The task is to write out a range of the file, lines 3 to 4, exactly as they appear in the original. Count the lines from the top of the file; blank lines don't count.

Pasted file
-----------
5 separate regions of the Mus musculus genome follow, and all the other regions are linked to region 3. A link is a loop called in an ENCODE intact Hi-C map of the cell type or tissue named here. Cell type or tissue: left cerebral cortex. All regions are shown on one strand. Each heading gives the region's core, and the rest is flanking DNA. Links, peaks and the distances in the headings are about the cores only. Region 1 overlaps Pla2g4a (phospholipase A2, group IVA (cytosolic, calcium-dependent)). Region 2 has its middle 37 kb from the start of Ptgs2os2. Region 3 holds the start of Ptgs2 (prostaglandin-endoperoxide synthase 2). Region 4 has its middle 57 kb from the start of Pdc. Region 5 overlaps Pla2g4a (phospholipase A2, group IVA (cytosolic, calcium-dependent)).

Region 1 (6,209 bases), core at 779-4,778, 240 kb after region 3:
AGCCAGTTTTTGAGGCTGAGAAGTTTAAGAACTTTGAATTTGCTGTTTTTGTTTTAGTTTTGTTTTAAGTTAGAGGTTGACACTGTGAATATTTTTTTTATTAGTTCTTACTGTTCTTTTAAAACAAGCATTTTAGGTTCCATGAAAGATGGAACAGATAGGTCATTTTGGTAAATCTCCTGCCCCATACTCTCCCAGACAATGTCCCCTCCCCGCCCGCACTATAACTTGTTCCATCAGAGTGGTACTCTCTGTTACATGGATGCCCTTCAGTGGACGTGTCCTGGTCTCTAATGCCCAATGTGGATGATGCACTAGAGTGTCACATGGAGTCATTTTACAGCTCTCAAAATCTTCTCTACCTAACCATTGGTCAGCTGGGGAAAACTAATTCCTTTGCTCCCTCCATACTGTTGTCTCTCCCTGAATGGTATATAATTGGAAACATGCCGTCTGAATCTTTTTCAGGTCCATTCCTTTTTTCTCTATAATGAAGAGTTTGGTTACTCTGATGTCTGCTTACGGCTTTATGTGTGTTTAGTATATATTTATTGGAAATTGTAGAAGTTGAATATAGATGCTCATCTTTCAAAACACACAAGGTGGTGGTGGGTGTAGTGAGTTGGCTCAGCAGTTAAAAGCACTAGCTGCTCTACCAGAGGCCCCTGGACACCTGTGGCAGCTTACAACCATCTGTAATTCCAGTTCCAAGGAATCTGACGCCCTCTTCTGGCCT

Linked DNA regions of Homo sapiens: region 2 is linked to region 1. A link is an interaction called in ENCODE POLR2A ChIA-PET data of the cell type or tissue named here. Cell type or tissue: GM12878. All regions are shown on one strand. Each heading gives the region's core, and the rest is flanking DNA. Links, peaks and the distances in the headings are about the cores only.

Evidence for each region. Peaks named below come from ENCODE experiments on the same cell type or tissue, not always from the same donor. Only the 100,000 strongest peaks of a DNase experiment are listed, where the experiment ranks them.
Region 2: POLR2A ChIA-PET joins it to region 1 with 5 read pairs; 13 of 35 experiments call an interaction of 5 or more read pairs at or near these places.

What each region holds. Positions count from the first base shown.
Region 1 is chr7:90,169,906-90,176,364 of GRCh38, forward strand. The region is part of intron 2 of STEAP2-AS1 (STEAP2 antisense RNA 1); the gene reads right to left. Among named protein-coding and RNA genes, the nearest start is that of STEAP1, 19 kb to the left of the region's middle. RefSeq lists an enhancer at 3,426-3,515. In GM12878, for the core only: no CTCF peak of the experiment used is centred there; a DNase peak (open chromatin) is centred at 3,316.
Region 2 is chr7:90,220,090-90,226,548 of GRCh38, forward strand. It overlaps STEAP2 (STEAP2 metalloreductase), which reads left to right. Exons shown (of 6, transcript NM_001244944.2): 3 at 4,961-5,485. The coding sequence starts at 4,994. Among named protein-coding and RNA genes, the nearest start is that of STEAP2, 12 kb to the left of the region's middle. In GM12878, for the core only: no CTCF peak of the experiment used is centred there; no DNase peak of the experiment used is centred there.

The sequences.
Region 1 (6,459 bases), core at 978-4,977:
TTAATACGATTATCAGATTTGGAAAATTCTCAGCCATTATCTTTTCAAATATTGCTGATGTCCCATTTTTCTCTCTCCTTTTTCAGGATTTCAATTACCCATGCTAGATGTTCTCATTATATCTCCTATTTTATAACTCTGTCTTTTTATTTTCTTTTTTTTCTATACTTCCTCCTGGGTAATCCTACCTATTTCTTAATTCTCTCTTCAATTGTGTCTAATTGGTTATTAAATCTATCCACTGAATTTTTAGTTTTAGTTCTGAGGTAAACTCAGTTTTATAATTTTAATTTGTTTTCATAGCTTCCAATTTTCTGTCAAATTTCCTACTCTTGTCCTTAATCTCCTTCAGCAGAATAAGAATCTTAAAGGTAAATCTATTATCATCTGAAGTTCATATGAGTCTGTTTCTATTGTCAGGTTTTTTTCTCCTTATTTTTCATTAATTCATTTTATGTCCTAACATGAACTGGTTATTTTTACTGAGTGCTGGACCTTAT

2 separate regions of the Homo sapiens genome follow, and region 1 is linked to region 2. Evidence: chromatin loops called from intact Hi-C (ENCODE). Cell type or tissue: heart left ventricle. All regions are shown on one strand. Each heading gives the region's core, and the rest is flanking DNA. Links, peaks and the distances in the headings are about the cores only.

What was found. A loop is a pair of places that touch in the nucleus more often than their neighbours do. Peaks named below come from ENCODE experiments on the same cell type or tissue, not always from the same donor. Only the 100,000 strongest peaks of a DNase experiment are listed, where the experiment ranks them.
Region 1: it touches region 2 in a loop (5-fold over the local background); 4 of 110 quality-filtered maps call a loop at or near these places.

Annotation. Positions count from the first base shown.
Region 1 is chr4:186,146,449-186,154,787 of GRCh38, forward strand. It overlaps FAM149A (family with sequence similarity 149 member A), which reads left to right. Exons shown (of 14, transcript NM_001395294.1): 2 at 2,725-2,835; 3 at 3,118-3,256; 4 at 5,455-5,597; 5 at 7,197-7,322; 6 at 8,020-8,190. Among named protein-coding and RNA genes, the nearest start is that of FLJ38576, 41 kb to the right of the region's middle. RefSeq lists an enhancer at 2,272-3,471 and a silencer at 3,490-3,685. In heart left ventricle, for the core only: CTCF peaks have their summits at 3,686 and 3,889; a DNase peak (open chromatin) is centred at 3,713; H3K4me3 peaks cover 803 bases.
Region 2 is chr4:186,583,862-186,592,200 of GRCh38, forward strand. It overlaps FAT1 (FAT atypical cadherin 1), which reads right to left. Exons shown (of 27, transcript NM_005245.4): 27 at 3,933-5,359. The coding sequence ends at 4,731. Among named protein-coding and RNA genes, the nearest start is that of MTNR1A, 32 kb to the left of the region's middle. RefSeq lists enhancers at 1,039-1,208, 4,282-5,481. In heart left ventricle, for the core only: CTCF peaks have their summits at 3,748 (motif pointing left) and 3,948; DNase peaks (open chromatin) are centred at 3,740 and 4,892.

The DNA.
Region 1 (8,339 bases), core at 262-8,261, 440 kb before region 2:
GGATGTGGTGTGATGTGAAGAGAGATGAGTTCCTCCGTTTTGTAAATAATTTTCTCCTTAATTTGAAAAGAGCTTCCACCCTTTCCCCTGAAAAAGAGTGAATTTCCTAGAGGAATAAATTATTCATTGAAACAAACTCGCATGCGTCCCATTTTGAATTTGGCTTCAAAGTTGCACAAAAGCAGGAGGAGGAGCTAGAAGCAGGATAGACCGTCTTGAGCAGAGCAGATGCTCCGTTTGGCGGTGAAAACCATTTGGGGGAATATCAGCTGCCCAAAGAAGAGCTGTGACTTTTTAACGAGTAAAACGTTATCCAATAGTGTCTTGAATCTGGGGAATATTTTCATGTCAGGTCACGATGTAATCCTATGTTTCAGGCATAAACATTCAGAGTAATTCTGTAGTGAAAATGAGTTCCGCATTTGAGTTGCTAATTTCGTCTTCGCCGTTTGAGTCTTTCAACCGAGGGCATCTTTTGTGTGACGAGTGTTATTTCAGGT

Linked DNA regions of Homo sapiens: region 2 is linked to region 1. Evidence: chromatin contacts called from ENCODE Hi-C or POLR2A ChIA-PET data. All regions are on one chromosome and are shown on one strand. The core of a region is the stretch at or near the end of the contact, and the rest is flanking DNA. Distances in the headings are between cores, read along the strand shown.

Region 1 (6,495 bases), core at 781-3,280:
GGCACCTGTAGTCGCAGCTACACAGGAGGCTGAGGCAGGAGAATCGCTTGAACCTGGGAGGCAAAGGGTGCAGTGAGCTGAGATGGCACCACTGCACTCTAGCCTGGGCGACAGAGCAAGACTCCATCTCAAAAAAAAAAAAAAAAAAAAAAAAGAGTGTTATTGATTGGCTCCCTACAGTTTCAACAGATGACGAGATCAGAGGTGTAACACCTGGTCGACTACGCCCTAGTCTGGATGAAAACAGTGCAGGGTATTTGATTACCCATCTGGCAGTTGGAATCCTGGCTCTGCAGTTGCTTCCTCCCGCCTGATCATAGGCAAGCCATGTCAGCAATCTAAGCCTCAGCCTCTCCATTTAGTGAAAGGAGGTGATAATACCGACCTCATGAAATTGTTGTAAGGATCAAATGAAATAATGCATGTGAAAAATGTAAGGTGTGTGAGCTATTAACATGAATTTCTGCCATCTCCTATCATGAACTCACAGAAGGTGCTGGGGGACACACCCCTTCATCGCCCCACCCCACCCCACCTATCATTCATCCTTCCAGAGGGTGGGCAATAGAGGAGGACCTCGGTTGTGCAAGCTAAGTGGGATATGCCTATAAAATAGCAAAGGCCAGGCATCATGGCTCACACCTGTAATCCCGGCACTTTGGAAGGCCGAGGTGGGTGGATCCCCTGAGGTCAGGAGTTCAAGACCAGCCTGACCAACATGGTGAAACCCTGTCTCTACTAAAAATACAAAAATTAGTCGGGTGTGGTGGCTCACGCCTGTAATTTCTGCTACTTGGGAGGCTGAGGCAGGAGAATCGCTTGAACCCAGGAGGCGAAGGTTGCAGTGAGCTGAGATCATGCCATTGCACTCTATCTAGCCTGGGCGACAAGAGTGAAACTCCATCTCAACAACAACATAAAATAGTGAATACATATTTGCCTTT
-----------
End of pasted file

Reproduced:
AGCCAGTTTTTGAGGCTGAGAAGTTTAAGAACTTTGAATTTGCTGTTTTTGTTTTAGTTTTGTTTTAAGTTAGAGGTTGACACTGTGAATATTTTTTTTATTAGTTCTTACTGTTCTTTTAAAACAAGCATTTTAGGTTCCATGAAAGATGGAACAGATAGGTCATTTTGGTAAATCTCCTGCCCCATACTCTCCCAGACAATGTCCCCTCCCCGCCCGCACTATAACTTGTTCCATCAGAGTGGTACTCTCTGTTACATGGATGCCCTTCAGTGGACGTGTCCTGGTCTCTAATGCCCAATGTGGATGATGCACTAGAGTGTCACATGGAGTCATTTTACAGCTCTCAAAATCTTCTCTACCTAACCATTGGTCAGCTGGGGAAAACTAATTCCTTTGCTCCCTCCATACTGTTGTCTCTCCCTGAATGGTATATAATTGGAAACATGCCGTCTGAATCTTTTTCAGGTCCATTCCTTTTTTCTCTATAATGAAGAGTTTGGTTACTCTGATGTCTGCTTACGGCTTTATGTGTGTTTAGTATATATTTATTGGAAATTGTAGAAGTTGAATATAGATGCTCATCTTTCAAAACACACAAGGTGGTGGTGGGTGTAGTGAGTTGGCTCAGCAGTTAAAAGCACTAGCTGCTCTACCAGAGGCCCCTGGACACCTGTGGCAGCTTACAACCATCTGTAATTCCAGTTCCAAGGAATCTGACGCCCTCTTCTGGCCT

Linked DNA regions of Homo sapiens: region 2 is linked to region 1. A link is an interaction called in ENCODE POLR2A ChIA-PET data of the cell type or tissue named here. Cell type or tissue: GM12878. All regions are shown on one strand. Each heading gives the region's core, and the rest is flanking DNA. Links, peaks and the distances in the headings are about the cores only.